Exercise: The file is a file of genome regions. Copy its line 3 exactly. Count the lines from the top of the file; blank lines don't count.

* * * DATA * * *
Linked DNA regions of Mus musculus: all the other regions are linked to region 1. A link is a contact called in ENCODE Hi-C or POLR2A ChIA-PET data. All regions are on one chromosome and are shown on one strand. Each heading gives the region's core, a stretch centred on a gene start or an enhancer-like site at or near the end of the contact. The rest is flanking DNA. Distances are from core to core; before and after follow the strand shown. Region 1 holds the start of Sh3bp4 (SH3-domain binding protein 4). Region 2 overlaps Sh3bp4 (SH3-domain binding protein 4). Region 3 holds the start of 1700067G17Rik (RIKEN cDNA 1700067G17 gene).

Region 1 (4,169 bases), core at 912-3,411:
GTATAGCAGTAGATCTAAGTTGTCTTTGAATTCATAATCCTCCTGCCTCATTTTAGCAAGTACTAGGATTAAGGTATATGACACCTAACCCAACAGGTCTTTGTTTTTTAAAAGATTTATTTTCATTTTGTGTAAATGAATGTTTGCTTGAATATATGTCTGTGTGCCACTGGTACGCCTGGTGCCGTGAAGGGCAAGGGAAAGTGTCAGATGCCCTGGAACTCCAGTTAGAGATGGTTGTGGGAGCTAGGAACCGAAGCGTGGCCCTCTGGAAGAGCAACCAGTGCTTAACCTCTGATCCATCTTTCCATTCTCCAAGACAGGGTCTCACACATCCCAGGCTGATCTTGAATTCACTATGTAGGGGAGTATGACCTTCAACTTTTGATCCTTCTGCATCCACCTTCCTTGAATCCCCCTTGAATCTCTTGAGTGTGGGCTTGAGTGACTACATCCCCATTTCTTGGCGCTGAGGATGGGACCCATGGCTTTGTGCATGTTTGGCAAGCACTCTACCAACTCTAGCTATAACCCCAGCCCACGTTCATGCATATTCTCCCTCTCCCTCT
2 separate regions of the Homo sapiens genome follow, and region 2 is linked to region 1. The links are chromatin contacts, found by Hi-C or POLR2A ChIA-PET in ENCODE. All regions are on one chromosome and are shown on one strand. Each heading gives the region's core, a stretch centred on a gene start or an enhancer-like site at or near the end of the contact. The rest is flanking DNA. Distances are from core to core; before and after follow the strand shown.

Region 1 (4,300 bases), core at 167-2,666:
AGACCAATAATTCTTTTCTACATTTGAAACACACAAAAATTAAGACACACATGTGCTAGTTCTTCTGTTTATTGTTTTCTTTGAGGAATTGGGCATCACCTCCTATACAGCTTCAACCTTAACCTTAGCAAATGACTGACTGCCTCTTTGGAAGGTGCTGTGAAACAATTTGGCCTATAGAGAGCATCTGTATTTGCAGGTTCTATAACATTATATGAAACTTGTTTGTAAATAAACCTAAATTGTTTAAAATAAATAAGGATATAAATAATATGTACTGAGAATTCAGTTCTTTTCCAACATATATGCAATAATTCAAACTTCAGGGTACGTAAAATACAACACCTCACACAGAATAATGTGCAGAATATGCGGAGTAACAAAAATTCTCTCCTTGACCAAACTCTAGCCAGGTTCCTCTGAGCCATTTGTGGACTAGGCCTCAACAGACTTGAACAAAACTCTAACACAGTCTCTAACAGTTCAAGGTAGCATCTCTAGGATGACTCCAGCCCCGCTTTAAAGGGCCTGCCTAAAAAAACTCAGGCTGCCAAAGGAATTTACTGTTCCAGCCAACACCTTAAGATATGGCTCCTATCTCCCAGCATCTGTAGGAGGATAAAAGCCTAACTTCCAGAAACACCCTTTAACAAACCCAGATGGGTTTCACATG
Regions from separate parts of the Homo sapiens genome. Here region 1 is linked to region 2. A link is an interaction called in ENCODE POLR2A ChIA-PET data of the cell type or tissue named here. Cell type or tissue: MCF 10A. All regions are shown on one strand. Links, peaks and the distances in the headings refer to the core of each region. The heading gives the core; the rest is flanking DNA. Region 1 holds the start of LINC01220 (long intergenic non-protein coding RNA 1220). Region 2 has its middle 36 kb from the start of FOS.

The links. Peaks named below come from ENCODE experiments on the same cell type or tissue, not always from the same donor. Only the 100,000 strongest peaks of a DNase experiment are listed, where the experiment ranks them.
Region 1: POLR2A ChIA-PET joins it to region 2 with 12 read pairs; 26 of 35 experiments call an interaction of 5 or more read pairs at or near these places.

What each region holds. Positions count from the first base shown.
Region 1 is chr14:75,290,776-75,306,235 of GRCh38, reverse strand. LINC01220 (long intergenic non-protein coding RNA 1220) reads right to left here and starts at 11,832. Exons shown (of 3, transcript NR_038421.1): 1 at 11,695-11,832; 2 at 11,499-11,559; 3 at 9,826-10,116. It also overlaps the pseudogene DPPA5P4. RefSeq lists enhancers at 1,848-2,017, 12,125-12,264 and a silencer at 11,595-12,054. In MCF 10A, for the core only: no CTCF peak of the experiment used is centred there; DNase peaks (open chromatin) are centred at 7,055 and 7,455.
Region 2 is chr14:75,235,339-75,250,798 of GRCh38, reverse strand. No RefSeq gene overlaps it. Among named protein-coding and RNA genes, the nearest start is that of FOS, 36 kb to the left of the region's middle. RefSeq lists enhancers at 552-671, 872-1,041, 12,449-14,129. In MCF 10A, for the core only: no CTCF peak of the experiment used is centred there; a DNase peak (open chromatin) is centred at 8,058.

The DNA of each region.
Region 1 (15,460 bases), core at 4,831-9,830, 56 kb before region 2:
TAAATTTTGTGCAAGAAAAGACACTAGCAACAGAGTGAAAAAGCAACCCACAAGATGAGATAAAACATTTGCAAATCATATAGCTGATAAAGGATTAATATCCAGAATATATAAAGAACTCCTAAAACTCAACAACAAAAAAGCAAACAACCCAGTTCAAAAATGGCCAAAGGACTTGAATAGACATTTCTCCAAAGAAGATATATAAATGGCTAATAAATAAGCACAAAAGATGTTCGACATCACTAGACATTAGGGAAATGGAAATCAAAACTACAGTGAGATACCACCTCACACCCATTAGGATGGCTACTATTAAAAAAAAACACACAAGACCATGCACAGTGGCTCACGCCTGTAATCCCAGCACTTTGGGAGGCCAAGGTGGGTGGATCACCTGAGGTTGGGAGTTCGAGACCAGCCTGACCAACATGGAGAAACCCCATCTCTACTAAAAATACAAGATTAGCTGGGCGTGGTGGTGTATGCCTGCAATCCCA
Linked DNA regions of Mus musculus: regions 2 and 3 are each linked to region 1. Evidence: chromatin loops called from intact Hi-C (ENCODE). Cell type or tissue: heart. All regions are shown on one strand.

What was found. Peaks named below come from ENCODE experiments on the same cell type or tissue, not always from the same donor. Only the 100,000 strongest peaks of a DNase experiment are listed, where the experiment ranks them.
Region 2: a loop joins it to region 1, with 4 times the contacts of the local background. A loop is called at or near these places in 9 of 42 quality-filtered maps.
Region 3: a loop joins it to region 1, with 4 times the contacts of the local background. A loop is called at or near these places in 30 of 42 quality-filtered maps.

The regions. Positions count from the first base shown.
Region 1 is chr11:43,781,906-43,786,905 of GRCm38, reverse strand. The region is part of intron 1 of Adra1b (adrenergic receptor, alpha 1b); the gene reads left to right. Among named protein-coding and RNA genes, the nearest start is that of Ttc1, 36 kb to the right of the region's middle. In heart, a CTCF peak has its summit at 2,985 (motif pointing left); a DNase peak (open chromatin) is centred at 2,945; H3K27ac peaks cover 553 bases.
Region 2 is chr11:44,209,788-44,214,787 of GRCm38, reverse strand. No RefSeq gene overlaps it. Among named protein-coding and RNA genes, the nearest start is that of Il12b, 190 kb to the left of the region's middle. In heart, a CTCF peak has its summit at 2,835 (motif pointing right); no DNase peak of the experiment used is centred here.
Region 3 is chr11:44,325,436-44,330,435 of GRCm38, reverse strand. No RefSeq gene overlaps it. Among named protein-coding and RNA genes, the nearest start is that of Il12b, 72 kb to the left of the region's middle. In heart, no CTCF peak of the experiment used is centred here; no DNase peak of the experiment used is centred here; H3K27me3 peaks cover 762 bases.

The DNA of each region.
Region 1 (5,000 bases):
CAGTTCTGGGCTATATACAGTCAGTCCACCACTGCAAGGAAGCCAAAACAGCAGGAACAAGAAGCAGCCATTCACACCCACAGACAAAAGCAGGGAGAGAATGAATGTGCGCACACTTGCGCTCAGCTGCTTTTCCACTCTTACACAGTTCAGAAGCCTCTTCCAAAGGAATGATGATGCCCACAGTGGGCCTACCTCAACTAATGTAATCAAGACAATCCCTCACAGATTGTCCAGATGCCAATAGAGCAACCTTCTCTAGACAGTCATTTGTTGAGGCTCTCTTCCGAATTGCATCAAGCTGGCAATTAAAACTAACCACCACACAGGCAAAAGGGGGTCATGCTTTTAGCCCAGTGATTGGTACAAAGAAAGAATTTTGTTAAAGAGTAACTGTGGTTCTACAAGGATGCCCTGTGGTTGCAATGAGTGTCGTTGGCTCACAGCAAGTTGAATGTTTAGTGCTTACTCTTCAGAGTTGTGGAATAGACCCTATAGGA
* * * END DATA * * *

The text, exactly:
GTATAGCAGTAGATCTAAGTTGTCTTTGAATTCATAATCCTCCTGCCTCATTTTAGCAAGTACTAGGATTAAGGTATATGACACCTAACCCAACAGGTCTTTGTTTTTTAAAAGATTTATTTTCATTTTGTGTAAATGAATGTTTGCTTGAATATATGTCTGTGTGCCACTGGTACGCCTGGTGCCGTGAAGGGCAAGGGAAAGTGTCAGATGCCCTGGAACTCCAGTTAGAGATGGTTGTGGGAGCTAGGAACCGAAGCGTGGCCCTCTGGAAGAGCAACCAGTGCTTAACCTCTGATCCATCTTTCCATTCTCCAAGACAGGGTCTCACACATCCCAGGCTGATCTTGAATTCACTATGTAGGGGAGTATGACCTTCAACTTTTGATCCTTCTGCATCCACCTTCCTTGAATCCCCCTTGAATCTCTTGAGTGTGGGCTTGAGTGACTACATCCCCATTTCTTGGCGCTGAGGATGGGACCCATGGCTTTGTGCATGTTTGGCAAGCACTCTACCAACTCTAGCTATAACCCCAGCCCACGTTCATGCATATTCTCCCTCTCCCTCT